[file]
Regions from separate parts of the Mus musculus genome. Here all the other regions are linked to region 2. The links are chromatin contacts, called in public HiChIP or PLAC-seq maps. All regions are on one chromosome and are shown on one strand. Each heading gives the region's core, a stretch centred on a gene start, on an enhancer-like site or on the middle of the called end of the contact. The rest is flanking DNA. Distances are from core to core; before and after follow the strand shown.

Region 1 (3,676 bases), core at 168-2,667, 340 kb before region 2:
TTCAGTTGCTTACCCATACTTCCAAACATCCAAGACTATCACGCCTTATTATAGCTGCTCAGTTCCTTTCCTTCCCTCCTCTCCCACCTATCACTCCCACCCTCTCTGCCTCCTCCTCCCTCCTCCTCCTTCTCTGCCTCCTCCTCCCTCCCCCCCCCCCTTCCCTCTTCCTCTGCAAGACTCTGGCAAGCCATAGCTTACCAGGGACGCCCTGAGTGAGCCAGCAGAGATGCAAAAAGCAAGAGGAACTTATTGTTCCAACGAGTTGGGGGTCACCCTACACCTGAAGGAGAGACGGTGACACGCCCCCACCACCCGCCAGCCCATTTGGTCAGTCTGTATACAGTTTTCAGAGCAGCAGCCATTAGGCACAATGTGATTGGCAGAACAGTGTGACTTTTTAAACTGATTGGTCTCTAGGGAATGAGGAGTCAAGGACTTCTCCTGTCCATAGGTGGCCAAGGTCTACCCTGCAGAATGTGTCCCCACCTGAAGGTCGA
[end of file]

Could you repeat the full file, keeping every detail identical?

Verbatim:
Regions from separate parts of the Mus musculus genome. Here all the other regions are linked to region 2. The links are chromatin contacts, called in public HiChIP or PLAC-seq maps. All regions are on one chromosome and are shown on one strand. Each heading gives the region's core, a stretch centred on a gene start, on an enhancer-like site or on the middle of the called end of the contact. The rest is flanking DNA. Distances are from core to core; before and after follow the strand shown.

Region 1 (3,676 bases), core at 168-2,667, 340 kb before region 2:
TTCAGTTGCTTACCCATACTTCCAAACATCCAAGACTATCACGCCTTATTATAGCTGCTCAGTTCCTTTCCTTCCCTCCTCTCCCACCTATCACTCCCACCCTCTCTGCCTCCTCCTCCCTCCTCCTCCTTCTCTGCCTCCTCCTCCCTCCCCCCCCCCCTTCCCTCTTCCTCTGCAAGACTCTGGCAAGCCATAGCTTACCAGGGACGCCCTGAGTGAGCCAGCAGAGATGCAAAAAGCAAGAGGAACTTATTGTTCCAACGAGTTGGGGGTCACCCTACACCTGAAGGAGAGACGGTGACACGCCCCCACCACCCGCCAGCCCATTTGGTCAGTCTGTATACAGTTTTCAGAGCAGCAGCCATTAGGCACAATGTGATTGGCAGAACAGTGTGACTTTTTAAACTGATTGGTCTCTAGGGAATGAGGAGTCAAGGACTTCTCCTGTCCATAGGTGGCCAAGGTCTACCCTGCAGAATGTGTCCCCACCTGAAGGTCGA